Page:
And we don’t require others for border protection or building bridges.
      And members are made by undying love, devotion, and loyalty to the Constitution.
      And we are happy to participate in the proper pursuit and offering of due process under the Constitution to the NETWORK globalist class charlatans who sold out the old republic in their lust for power and the love of money.
      And we are ready for what’s next.

      -T

      They Call Me Mr. Tibbs.

  56. wm5135 June 24, 2017 at 10:49 am #

    Mr. Tibbs – “And we are ready for what’s next.”

    The excessive hubris of an egocentric sphincter. Or perhaps those of you in the New Republic have a glowing orb of your own.

    • MrTibbs June 24, 2017 at 11:22 am #

      LOL.

      The glowing orb is the lamp of lady Liberty, augmented by Justice, and propagated by Truth.

      YOU are well defined by Ben Franklin: “Any fool can criticize, condemn, and complain. And most fools do.”

      WE are well defined by Theodore Roosevelt: “It is not the critic who counts; not the man who points out how the strong man stumbles, or where the doer of deeds could have done them better. The credit belongs to the man who is actually in the arena, whose face is marred by dust and sweat and blood; who strives valiantly; who errs, who comes short again and again, because there is no effort without error and shortcoming; but who does actually strive to do the deeds; who knows great enthusiasms, the great devotions; who spends himself in a worthy cause; who at the best knows in the end the triumph of high achievement, and who at the worst, if he fails, at least fails while daring greatly, so that his place shall never be with those cold and timid souls who neither know victory nor defeat.”

      -T

      They Call Me Mr. Tibbs.

      • 100th Avatar June 24, 2017 at 1:31 pm #

        This quote is incredibly prescient and wise.
        This place, right here, is full of keyboard strokin’ critics. Veritable do-nothings.

        Do-nothings kvetch and lament. Ostensibly, about the actions of others, but truly, and deep down inside, it’s about their own inabilities and inadequacies. Their cowardice in the face of a doer, even a doer buffoon, or worse, a doer crone with a sense of gender based entitlement.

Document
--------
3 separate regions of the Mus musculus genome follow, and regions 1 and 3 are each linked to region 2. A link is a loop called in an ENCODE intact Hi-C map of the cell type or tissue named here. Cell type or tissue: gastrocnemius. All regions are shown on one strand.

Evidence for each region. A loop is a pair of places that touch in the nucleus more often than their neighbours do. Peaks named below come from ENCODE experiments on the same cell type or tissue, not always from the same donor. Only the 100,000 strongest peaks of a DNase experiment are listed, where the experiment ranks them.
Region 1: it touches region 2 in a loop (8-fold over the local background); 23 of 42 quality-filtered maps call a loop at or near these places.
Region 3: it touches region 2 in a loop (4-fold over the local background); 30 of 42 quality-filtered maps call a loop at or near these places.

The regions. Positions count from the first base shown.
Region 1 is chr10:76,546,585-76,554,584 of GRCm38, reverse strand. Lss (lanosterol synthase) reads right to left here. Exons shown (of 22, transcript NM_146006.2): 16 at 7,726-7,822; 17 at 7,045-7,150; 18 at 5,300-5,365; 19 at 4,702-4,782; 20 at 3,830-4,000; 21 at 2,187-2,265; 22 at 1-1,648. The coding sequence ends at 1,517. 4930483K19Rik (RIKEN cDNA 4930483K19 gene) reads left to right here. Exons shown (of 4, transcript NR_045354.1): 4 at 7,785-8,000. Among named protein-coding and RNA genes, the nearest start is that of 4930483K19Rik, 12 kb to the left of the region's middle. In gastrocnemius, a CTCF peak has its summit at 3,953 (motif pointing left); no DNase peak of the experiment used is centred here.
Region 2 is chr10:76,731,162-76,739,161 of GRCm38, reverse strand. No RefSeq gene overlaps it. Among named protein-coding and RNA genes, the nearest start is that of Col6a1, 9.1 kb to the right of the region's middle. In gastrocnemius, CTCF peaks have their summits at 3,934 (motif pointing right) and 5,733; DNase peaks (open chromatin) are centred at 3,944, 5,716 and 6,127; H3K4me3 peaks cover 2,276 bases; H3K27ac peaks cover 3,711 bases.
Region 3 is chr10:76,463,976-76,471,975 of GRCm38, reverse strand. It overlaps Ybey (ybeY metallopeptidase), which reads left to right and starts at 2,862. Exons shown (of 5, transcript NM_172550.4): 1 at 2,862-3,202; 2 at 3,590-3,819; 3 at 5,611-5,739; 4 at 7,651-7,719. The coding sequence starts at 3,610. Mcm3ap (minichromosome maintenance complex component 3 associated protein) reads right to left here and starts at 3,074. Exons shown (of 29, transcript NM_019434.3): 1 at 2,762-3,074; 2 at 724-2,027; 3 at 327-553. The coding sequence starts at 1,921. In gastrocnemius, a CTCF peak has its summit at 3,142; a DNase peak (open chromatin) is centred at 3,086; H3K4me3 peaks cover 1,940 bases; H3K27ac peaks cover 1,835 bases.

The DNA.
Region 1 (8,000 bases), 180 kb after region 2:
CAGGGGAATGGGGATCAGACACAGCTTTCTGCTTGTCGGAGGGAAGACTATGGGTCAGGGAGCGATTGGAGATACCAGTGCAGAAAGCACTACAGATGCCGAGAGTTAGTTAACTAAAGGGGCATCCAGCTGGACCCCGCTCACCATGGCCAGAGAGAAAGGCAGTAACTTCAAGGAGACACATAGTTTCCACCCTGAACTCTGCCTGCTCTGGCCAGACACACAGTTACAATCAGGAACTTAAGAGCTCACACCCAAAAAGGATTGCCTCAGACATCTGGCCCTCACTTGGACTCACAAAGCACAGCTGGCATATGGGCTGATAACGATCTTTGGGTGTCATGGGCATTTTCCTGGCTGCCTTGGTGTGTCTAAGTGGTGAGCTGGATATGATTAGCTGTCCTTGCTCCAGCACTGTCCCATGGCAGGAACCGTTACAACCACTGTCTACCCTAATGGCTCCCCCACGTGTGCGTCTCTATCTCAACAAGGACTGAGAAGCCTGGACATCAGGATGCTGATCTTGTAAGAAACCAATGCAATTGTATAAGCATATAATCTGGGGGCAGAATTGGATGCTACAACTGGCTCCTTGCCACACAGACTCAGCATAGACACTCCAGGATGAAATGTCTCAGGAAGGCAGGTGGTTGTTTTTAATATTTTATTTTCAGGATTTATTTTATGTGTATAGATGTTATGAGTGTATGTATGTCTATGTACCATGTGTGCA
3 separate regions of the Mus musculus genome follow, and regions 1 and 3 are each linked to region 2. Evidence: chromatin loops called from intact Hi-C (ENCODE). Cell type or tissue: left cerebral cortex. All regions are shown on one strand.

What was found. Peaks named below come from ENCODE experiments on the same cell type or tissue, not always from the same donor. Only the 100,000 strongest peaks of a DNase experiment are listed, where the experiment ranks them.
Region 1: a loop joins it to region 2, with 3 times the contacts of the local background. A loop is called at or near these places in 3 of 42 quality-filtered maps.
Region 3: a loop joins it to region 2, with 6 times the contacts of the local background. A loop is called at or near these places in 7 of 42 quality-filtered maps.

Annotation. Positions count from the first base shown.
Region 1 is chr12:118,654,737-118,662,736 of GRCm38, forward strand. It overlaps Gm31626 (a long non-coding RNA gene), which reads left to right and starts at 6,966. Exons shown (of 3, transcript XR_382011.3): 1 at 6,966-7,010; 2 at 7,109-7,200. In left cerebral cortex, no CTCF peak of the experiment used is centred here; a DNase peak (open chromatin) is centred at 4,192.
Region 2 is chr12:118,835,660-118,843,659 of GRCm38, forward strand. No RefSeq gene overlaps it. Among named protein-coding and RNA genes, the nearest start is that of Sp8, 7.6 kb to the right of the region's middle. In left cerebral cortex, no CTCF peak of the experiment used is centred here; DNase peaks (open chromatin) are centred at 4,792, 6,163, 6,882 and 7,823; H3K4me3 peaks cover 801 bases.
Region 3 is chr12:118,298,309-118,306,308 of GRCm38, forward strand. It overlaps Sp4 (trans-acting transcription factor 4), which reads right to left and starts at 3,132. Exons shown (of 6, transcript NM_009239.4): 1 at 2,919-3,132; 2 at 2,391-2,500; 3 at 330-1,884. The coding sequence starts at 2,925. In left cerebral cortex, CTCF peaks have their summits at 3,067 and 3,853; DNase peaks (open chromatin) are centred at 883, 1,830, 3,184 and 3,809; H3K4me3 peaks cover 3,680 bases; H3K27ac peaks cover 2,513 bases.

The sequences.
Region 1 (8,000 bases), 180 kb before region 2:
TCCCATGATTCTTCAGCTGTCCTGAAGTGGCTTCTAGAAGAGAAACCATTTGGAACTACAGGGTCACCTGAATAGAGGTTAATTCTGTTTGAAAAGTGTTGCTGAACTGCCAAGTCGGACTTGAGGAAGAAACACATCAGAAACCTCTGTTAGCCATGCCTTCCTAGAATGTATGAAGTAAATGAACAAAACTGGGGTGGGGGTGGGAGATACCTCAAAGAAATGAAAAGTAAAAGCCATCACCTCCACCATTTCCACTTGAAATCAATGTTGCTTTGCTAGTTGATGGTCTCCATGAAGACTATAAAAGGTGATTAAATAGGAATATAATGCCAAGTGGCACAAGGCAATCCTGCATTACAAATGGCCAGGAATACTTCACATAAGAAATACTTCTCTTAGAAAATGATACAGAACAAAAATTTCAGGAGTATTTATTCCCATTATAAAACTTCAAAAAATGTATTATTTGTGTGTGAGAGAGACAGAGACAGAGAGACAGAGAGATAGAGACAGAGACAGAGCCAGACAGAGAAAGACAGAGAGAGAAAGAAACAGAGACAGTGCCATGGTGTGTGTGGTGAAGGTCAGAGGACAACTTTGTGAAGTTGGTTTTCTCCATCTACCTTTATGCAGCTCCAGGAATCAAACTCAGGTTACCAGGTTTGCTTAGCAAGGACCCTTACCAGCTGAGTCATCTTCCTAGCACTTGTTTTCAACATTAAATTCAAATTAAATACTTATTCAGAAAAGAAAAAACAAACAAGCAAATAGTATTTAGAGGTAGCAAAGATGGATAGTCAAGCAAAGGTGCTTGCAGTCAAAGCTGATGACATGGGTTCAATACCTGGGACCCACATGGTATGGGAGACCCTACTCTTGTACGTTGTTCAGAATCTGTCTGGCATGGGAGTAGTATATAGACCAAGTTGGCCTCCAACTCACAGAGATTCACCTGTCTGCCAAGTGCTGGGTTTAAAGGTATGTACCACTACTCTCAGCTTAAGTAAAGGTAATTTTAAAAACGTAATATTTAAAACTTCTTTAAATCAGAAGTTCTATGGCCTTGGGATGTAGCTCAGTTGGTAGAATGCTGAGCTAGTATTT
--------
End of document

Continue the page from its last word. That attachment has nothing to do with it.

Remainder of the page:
• MrTibbs June 24, 2017 at 2:54 pm #

          Yes.

          ……and furthermore, it is futile to lament the failings of the multitude of imperfect social, political, economic, cultural, scientific, religious, academic, medical and philosophic systems and the attendant power structures, unless one has prescribed and is living in a successful system to share with others.

          The New Republic has such an offering.

          Participation is entirely voluntary.

          Sent From The New Republic.
          dropbox.com/s/nv8sko6hpqm6tir/New%20Republic%20rev123.pdf?dl=0

          -T

          They Call Me Mr. Tibbs.

          • DA June 24, 2017 at 4:02 pm #

            Fucking blah, blag, blah! TR was a child of privilege, who (credit where credit is due), at least made the most of it. But to imply that every Tom, Dick, and Mary in the modern world should just suck it up and make the world over in their vision is beyond simplistic, beyond stupid, and veering into propaganda land.

            ~D

            They Call Me A Lot of Things, but I At Least Choose Which One’s I Answer To

          • MrTibbs June 24, 2017 at 6:18 pm #

            Simplistic……

            Just like the Bill of Rights, The Lord’s Prayer, and Liberty, Justice, Kindness, Truth, and Beauty.

            “If you can’t explain it simply, you don’t understand it well enough.” -Albert Einstein.

            Y = career politicians x career lobbyists x globalist mainstream media x career unelected Deep State bureaucrats x Hollywood elites x unprosecuted corruption

            “God integrates empirically.”
            – Albert Einstein.

            Y = old republic NETWORK globalism = THE SWAMP.

            -T

            They Call Me Mr. Tibbs.

          • 100th Avatar June 24, 2017 at 11:05 pm #

            Child of privilege? Well, what does that mean, exactly? It means he had even MORE of a reason to do NOTHING. To rest and collect. To live off his name and his patrimony. Nah, nah he didn’t, he’s a DOER. He didn’t need anything, but he risked everything. That’s a man. A reloaded blue-blooded American. They don’t make them anymore, or do they?

  57. FincaInTheMountains June 24, 2017 at 11:02 am #

    I thought the MiG-19 was the first supersonic Soviet fighter == JIF

    Where have you gotten your info from? Wikipedia?

    I got mine from a phys-tech guy who worked for Struminsky, who actually was the biggest asshole the guy has ever met in his life.

    The first supersonic flight was accomplished on modified MIG-15, 3 crucial years before Americans did it.

    • DA June 24, 2017 at 4:03 pm #

      You so proud and so sm-a-a-a-a-a-rt!

    • JimInFlorida June 24, 2017 at 10:46 pm #

      Maybe so on a modified MiG-15 but, the first OPERATIONAL fighter that could sustain supersonic flight was the MiG-19. I thought my comment was obvious on that point.

      Did the Soviets create a chest-beating Hollywood-style movie about their version of The Right Stuff? If so, where is it? How can Moscow remain silent about breaking the sound barrier; 3 years before the Bell X-1?